Captivated by Riedel Veritas: New World Pinot Noir Perfection
When in Oregon’s Willamette Valley, home to America’s complex, balanced and elegant Pinot Noirs, Riedel’s Vinum Oregon Pinot Noir glass is everywhere. Tasting around the valley’s 300 plus wineries is full-on proof that we Oregonian’s love our Pinots to be poured into Riedel stemware. I have countless photos of green rolling hills dotted with rows and rows of vines behind a Riedel Vinum Pinot glass graced with some of Oregon’s finest Pinots. From world-renowned producers like Domaine Drouhin and Adelsheim to Oregon’s best-kept secrets like Vidon and Iota, Oregon’s vintners are proud to pour the fruit of their labor into the Riedel Oregon Pinot Noir glass – designed to specifically highlight the beloved attributes of the wine that brought recognition and fame to the Willamette Valley.
Even Pinot fanatics who have traveled from around the globe to attend the annual prestigious IPNC (International Pinot Noir Celebration) in McMinnville, Oregon, will experience the Riedel Oregon Pinot Noir glass – it’s the official glass of the three day event where the dreams of Pinot enthusiasts do, indeed, come true. I love you Riedel Vinum, and I always will. But have a seat in the back, because the Riedel Veritas New World Pinot Noir glass is here, and it has staked its claim to riding shotgun.
I am an admitted wine glass snob, as noted in an article I wrote several years ago, “I Am a Wine Glass Snob,” where I conducted a side by side tasting using what I called the Good, the Bad and the Ugly: a Riedel Vinum Oregon Pinot Noir glass (good), a restaurant quality no-brand glass (bad), and a festival freebie (ugly). I had done similar tastings for friends and employees during the time that I owned my wine bar, and each and every time converting non-believers into believers was simple- the taste and mouthfeel of the same wine coming from different stemware was solid proof that a high quality glass enhances the wine drinking experience. The particular tasting I wrote about for my article took place for several reasons, but mainly because catching my own mother drinking a superb wine from an old festival freebie glass nearly spun me out of control. I had to teach her a lesson, and the best way to do that was to show her how the shape and quality of a wine glass absolutely makes a difference. My mother was clearly astonished by the results, and I smile each time I see her sipping from her favorite Riedel stemware. To this day, I encourage others to try this experiment at home.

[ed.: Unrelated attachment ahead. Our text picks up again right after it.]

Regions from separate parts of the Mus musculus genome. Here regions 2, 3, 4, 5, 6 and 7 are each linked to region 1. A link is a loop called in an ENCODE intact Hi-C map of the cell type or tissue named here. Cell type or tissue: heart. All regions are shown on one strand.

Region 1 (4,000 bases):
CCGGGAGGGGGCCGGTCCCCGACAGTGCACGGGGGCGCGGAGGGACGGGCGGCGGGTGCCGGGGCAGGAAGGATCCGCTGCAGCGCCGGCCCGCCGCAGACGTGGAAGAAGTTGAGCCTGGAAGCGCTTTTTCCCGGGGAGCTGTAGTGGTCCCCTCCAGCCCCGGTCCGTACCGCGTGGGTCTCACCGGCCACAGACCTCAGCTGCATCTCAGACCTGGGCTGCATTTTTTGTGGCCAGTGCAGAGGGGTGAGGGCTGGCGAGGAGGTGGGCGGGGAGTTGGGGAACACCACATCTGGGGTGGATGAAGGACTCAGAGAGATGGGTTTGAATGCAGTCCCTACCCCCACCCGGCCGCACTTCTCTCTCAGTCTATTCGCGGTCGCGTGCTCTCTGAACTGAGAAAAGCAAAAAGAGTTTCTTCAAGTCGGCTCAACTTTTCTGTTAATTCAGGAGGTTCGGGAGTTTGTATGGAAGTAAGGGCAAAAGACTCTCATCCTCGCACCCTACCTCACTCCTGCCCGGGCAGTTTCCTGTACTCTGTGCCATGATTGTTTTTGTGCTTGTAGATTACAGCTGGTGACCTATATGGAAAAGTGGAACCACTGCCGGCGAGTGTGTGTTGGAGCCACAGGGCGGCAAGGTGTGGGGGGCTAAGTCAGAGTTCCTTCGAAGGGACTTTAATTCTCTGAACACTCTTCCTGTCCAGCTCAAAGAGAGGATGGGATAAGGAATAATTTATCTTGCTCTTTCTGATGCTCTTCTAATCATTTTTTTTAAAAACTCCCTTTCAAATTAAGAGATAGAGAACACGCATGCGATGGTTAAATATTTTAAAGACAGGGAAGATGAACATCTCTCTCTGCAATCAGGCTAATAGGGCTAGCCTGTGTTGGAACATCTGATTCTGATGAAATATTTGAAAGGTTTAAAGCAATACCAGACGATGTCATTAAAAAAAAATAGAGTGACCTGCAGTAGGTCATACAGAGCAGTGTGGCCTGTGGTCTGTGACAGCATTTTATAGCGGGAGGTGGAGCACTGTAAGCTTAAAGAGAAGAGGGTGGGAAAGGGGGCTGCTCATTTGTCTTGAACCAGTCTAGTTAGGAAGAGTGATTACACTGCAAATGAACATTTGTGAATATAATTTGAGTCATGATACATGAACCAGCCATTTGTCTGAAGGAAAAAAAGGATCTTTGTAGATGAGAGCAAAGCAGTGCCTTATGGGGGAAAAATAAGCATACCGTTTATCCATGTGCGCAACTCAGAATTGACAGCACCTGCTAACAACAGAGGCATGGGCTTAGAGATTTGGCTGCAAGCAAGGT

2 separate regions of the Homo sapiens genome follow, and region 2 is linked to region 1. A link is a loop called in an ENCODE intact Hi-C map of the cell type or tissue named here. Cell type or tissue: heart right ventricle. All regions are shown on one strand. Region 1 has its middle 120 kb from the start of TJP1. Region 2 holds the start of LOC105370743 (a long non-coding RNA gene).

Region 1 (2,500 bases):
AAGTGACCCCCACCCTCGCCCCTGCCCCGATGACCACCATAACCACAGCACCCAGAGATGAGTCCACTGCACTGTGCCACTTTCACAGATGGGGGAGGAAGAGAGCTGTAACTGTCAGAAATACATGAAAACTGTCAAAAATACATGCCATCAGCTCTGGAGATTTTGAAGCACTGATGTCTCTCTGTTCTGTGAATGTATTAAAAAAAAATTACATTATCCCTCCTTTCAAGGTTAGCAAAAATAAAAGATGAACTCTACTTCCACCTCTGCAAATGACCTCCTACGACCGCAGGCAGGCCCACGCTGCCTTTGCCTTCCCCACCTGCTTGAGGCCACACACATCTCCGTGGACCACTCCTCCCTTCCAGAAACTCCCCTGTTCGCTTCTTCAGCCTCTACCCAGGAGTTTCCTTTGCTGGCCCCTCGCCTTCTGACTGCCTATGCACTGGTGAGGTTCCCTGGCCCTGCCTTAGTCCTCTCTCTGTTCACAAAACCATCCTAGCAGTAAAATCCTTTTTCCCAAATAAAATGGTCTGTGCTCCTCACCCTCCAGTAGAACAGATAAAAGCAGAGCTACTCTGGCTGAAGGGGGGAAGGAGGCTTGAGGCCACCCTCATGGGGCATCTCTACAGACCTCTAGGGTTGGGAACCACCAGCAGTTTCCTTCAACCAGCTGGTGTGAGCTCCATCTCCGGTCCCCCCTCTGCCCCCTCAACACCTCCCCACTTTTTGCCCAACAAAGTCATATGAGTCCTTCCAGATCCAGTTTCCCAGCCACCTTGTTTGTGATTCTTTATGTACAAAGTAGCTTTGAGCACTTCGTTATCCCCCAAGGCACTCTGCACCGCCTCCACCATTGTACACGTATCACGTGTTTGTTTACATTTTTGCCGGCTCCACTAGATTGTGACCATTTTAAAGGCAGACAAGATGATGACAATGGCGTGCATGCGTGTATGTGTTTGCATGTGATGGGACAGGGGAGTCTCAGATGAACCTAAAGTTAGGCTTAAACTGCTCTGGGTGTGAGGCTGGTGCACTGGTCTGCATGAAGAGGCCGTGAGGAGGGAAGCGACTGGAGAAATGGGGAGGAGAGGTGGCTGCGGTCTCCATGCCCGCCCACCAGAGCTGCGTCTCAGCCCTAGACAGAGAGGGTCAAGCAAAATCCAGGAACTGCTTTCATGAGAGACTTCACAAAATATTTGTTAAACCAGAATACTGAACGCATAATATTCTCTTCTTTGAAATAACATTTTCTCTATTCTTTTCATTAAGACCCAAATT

There was a time where I really fell head over heels for the Zalto Denk ‘Art Burgundy glass, a mouth-blown, handcrafted, utopian wine glass that is pure bliss. Unfortunately, its stem split in half while I was very carefully washing it by hand. A joyful Chablis tasting ended with broken Zalto heartbreak. Zalto’s are light as a feather and feel amazingly elegant in the hand, and they deliver a beautiful wine experience with each and every sip. Much to my dismay, my Zalto broke after having it in my possession for just two months. At just about the same time, a good friend (also a wine writer), lost her Zalto to the dishwasher. It’s a sad fact, mouth-blown lead crystal stemware is dreamy on the palate but dreary on the wallet (and eventually the heart).
So in comes Veritas, the new varietal specific beauty from Riedel. It looks and acts a whole lot like the Riedel Vinum Oregon Pinot Noir glass, except the stem and rim are slimmer, polished and more opulent. Although it’s 15 percent taller than the Vinum, it’s 25 percent lighter – the most important element of all. Its feather-light elegance very much resembles the feel of the Zalto mouth-blown handcrafted glass, so it delivers a similar blissful wine drinking experience. Even though the Riedel Veritas is machine-blown (which gives it product consistency), it delivers a refined experience much like the Zalto, and two Veritas New World Pinot Noir glasses are about the same price as one Zalto Burgundy glass.
10th generation glassmaker (pretty impressive), Georg Riedel, says this about the latest Riedel collection, “Veritas combines the charm of a handmade glass with the consistent accuracy only a machine made glass can achieve.” I couldn’t agree more.
The shape and quality crystal are what makes the experience with Riedel so incredibly perfect for Oregon’s Pinot Noirs. The large bowl that rises into a tulip shape allows the alcohol to escape while keeping the fruity, earthy, minerally components in the bowl – a good whiff vividly showcases the varietal’s natural aromas and essences, alluring wine enthusiasts in while boosting the experience. As I sampled three spectacular wines in the Veritas stemware from Oregon’s highly acclaimed JK Carriere Wines, 2011 Blanc de Noir Willamette Valley Sparkling Wine, 2012 Lucidité Willamette Valley Chardonnay and 2012 Vespidae Willamette Valley Pinot Noir, I knew with the very first sip of each wine that the Veritas New World Pinot Noir glass was absolutely the perfect glass; not only for the Pinot Noir, but for the Chardonnay and Sparkling Wine, as well. My wine drinking experience was without a doubt, enhanced because of the glass’s shape, light as a feather elegance, and slimmed stem and rim. The natural characteristics of the varietals gleamed, and each sip of each wine was deliciously exquisite.
I love that with the Veritas series of glasses, there’s an Old World and a New World design offered for both Syrah and Pinot Noir. Other varietal specific glasses include Cabernet Sauvignon, Chardonnay, Riesling and Viogner. By the way: Riedel – it rhymes with “needle.”
*The Riedel Veritas wine glasses were sent to me for review purposes, and I’m very thankful. Many great wines will line the walls of these stellar glasses.